Stress, in itself, isn’t necessarily bad. We need a bit of stress to grow. However, when you’re first starting out in recovery from addiction, it’s important to manage your stress as much as you can. Stress is perhaps the most common trigger of cravings and keeping it to a minimum while learning healthy coping skills is central to treatment and recovery. Most of our stress tends to come from things that matter most to us, such as relationships, work, and money. We don’t want to get rid of those things, but neither do we want to feel overburdened by them. The following are some tips to help you manage stress in addiction recovery.
Perhaps the single best way to reduce stress is to mindfully prioritize. Know what’s most important to you and focus on that. This doesn’t mean you should be selfish. For example, your family might be one of your top priorities. If you are recovering from a substance use disorder, then your recovery should be a top priority and staying sober will improve the lives of the people around you too. Your priorities should be based on your core values and on your primary needs. There are an essentially infinite number of things you could be doing and if you feel like you have to do everything, you’re going to feel overwhelmed. Focus your energy on the few things that are most important.
Learn to Say No
Related to the point above, it’s crucial to learn to say no. People will give you as many tasks as you accept. While it’s admirable to want to help others, you’re not really helping if you take responsibility for something you don’t have the time or ability to do properly. Saying no keeps you from getting distracted, it helps you focus on what’s most important, and it helps keep you from feeling overwhelmed.
Take One Thing At a Time
Stress can either come from one big thing, an accumulation of smaller things, or both. Having clear priorities will help you decide what to spend your energy on first but it’s also important to focus on doing just one thing at a time. Juggling allows too many things to fall through the cracks and fragmenting your attention increases your stress level. It’s like playing tennis against five opponents at once. Instead, give your full attention to one thing at a time. You’ll be able to do things faster and better.
Routines reduce stress in several ways. First, they automate certain decisions. For example, if you go to a 12-step meeting at the same time every day, after a month or so, that becomes automatic. You don’t have to think about it. Having a few elements in your routine, such as getting up at the same time, exercising at the same time, going to bed at the same time, and so on means a lot of your most productive recovery activities will get done with very little effort. Second, routines reduce stress by making each day somewhat predictable. Even if you find the idea of a routine constrictive, too much chaos can be stressful and it makes other things harder to plan.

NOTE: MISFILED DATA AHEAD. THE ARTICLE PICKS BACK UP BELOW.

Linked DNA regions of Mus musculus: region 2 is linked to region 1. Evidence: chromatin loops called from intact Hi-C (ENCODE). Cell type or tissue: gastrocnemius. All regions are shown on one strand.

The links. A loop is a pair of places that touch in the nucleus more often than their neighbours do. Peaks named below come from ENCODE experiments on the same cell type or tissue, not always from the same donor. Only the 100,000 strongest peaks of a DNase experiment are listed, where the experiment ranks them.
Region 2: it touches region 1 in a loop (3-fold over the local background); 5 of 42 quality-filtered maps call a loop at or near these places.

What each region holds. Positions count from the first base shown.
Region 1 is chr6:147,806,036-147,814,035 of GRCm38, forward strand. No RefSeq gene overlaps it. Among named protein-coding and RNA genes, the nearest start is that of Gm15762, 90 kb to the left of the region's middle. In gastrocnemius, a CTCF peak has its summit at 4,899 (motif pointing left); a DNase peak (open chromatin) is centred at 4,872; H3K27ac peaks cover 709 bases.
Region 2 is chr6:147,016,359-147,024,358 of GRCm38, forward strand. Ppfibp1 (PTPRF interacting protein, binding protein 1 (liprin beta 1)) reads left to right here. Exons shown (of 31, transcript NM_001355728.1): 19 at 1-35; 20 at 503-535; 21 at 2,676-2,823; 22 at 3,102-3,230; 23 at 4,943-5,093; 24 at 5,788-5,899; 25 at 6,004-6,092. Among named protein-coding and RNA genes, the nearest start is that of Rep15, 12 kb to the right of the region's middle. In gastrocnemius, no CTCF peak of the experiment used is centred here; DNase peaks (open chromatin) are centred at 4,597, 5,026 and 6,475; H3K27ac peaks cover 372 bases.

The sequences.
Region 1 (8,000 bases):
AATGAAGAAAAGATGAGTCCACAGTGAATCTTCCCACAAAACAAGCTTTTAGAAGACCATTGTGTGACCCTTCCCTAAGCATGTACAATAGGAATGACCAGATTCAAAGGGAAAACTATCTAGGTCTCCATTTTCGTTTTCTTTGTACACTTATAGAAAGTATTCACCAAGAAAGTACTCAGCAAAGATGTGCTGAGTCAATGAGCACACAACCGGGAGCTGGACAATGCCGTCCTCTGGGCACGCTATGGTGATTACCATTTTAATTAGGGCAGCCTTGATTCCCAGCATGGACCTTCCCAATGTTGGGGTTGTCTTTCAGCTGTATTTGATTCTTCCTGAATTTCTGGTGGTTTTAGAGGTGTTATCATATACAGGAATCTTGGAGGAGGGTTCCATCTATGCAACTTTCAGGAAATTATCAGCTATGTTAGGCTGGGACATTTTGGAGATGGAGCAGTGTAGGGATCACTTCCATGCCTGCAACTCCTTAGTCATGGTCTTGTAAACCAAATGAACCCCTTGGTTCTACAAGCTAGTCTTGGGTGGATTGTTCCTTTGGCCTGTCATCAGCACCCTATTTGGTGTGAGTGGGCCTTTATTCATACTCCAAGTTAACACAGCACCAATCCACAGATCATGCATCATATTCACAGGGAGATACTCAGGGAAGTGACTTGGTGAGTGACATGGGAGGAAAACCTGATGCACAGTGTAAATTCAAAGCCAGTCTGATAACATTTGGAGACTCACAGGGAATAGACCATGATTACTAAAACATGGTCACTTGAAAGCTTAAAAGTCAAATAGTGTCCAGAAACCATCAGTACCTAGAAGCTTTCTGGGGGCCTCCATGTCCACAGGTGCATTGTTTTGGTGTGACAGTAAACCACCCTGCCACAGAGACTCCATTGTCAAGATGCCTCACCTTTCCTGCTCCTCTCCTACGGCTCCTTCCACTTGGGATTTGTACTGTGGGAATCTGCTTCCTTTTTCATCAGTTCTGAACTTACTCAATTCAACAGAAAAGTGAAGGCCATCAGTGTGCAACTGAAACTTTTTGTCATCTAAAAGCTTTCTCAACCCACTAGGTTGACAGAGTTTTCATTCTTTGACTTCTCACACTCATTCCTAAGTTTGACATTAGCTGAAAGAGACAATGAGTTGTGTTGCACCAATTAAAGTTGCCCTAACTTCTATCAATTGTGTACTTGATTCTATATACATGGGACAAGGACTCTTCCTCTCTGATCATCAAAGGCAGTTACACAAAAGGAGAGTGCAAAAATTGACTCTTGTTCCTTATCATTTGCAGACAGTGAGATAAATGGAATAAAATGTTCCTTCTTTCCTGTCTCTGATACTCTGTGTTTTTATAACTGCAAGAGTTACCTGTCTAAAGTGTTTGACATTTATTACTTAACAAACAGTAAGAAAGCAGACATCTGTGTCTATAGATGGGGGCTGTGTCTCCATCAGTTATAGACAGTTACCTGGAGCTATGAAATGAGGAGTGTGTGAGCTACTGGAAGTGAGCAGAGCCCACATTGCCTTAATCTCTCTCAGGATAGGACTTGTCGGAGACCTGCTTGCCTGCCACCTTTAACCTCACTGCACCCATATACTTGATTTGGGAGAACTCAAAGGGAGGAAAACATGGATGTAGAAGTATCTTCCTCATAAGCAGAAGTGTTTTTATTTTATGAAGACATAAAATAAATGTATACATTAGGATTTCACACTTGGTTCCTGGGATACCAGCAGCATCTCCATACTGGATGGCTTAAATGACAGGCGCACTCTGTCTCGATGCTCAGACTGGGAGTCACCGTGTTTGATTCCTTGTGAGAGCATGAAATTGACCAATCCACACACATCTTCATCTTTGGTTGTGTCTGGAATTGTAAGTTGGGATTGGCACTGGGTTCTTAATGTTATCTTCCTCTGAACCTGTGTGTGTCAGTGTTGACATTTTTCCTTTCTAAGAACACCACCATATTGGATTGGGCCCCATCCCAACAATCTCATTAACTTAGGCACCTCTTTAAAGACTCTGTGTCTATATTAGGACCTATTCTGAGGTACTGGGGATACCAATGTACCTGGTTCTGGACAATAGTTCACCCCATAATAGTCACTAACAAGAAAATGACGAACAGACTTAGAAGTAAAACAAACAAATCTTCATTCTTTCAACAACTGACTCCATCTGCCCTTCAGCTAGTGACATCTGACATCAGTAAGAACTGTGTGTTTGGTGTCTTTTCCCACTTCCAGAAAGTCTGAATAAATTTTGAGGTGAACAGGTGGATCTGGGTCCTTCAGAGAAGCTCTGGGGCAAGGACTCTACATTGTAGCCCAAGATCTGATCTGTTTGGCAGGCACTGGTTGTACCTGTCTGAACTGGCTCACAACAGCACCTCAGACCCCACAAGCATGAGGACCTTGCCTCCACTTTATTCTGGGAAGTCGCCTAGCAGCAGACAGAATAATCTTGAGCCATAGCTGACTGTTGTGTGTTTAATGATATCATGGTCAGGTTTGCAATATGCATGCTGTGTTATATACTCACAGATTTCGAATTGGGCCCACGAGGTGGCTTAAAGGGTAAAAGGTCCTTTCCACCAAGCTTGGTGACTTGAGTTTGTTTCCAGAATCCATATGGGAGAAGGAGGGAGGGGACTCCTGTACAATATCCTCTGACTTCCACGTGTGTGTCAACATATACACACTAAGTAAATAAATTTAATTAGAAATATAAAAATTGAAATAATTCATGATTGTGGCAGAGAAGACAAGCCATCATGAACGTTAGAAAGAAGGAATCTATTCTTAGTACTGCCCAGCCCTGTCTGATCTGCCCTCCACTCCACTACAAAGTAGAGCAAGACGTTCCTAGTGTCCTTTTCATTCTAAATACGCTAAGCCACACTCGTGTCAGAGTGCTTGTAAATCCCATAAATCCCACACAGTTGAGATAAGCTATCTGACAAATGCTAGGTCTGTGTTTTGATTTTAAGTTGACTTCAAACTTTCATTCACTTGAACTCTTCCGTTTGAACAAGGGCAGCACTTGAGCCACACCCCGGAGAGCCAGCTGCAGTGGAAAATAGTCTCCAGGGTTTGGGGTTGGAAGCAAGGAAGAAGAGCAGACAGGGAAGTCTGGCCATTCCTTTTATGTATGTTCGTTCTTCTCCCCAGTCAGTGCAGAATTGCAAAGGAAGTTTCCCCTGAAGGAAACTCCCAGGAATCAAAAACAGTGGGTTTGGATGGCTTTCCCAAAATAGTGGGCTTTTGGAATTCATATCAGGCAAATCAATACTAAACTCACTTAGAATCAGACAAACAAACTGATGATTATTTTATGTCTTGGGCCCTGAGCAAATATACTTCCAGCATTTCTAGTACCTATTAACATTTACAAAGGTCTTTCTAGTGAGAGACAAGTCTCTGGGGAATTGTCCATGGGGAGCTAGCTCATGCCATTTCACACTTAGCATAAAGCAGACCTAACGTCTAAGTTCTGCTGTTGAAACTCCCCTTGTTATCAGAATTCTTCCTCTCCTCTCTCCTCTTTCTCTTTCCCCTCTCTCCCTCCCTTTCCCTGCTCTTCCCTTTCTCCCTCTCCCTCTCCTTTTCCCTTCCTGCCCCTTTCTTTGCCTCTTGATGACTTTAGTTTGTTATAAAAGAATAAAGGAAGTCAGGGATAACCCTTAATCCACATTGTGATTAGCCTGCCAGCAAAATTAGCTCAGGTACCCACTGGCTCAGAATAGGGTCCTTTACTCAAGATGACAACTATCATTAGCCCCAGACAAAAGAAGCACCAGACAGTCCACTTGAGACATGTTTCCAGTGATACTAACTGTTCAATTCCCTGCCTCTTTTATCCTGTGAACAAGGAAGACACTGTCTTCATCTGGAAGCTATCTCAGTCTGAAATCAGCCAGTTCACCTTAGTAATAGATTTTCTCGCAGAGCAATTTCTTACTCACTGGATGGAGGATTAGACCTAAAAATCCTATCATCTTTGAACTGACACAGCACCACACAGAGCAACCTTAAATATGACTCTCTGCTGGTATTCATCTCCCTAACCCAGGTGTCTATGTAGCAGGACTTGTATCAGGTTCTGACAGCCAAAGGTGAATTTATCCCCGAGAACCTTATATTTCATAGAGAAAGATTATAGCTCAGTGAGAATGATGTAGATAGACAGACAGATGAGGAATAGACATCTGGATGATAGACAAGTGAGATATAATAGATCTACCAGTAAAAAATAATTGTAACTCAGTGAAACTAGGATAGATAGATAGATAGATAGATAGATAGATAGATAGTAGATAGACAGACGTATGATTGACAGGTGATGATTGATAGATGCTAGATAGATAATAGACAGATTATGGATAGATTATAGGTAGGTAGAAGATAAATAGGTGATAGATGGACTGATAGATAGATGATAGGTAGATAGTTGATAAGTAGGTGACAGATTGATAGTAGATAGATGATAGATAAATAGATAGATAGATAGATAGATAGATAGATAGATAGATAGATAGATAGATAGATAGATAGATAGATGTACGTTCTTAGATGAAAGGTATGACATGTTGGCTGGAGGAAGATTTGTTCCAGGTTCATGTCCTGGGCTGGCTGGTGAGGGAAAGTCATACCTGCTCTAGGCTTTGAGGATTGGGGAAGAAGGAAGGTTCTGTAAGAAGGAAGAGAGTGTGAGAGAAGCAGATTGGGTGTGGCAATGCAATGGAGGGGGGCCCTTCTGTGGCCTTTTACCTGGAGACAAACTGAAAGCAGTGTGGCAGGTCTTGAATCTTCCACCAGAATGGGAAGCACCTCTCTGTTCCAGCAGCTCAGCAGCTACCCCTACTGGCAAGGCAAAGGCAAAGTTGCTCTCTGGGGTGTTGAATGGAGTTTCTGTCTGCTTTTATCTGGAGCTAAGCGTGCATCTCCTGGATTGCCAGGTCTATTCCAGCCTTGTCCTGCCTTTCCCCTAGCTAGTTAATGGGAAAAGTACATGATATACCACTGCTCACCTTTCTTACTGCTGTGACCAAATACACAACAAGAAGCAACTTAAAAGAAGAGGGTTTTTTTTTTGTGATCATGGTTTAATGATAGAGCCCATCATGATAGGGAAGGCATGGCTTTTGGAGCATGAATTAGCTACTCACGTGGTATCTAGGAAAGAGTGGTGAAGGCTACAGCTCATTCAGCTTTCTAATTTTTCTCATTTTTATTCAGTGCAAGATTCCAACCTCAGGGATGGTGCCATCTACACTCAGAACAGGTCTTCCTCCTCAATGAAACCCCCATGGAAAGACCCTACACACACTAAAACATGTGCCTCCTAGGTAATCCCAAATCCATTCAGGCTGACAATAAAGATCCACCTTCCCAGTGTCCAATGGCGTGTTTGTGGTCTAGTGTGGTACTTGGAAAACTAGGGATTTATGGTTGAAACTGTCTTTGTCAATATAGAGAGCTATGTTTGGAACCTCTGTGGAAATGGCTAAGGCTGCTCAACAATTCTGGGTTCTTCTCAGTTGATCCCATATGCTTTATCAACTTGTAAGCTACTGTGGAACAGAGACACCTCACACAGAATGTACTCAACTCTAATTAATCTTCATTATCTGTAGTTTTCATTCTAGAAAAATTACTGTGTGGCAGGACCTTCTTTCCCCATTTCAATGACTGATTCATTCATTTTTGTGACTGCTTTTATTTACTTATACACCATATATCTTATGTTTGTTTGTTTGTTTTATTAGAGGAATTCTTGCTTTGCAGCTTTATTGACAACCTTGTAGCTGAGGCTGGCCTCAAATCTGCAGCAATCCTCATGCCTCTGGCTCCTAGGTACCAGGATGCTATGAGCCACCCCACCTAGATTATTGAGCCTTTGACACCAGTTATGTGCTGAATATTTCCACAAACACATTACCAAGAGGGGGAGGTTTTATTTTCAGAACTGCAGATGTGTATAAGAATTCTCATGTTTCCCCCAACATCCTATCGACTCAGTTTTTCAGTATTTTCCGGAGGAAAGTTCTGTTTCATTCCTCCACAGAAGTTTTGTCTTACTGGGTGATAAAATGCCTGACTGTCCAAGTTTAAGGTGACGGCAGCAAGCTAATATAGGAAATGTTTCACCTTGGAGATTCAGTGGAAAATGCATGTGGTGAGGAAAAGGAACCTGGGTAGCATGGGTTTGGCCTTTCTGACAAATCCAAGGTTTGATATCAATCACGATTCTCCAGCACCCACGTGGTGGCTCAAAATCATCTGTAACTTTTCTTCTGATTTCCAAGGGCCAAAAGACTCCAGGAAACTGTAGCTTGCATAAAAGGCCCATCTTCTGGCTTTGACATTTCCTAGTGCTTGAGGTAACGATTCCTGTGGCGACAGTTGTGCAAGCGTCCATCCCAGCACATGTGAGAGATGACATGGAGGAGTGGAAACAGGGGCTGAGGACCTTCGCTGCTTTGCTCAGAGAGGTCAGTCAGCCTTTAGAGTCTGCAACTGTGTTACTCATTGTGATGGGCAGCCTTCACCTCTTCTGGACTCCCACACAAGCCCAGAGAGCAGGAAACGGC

Stress accumulates the longer you work. You get fatigued, your muscles get tight, you have to exert more effort to keep going, and this leads to a cycle of tension and exhaustion. You can interrupt this cycle by taking periodic breaks throughout the day. Every hour or so, step away from whatever you’re doing. Try to relax. Take a few slow, deep breaths and allow your mind to calm. This will help you be fresher when you get back to work. It’s also important to set aside time to relax every day, whether that involves something like progressive relaxation, meditation, a hot bath, or listening to music. On a longer scale, take a vacation when possible. We all need a few days off from time to time and getting out of your everyday routine can be very helpful.
Exercise is great for recovery for many reasons–it improves your self-control, your emotional regulation, and your cardiovascular health. It’s also a great stress-buster. Regular exercise actually changes your brain to make you less reactive to stress by affecting a structure called the hypothalamic-pituitary-adrenal axis. This structure has to do with how you respond to threats. Exercise also strengthens areas of the prefrontal cortex involved with planning, self-control, focus, and emotional regulation, which means you will also be able to solve problems more effectively.
Managing stress and other challenging emotions is a key recovery skill. Often, when we feel stressed about something, it means that thing is important, but too often, we feel stressed about things that don’t really matter. The more we get rid of this pointless stress through prioritizing, the better we feel. In addition to avoiding the things mentioned above, focus on the things that matter most–your relationships, your health, and doing meaningful things. At Choice House, we know that substance use is usually just one symptom of a bigger problem. Most people with substance use disorders have other issues too, including trauma, depression, anxiety, and other mental health challenges. We address these issues using the latest proven methods, including dialectical behavioral therapy, family therapy, and other person-centered work. We support this therapeutic process by helping our clients make healthy lifestyle changes, including healthy diet and regular exercise. Meditation, yoga, outdoor activities, and community bonding activities also contribute to our overall wellness program. To learn more, call Choice House today at (720) 577-4422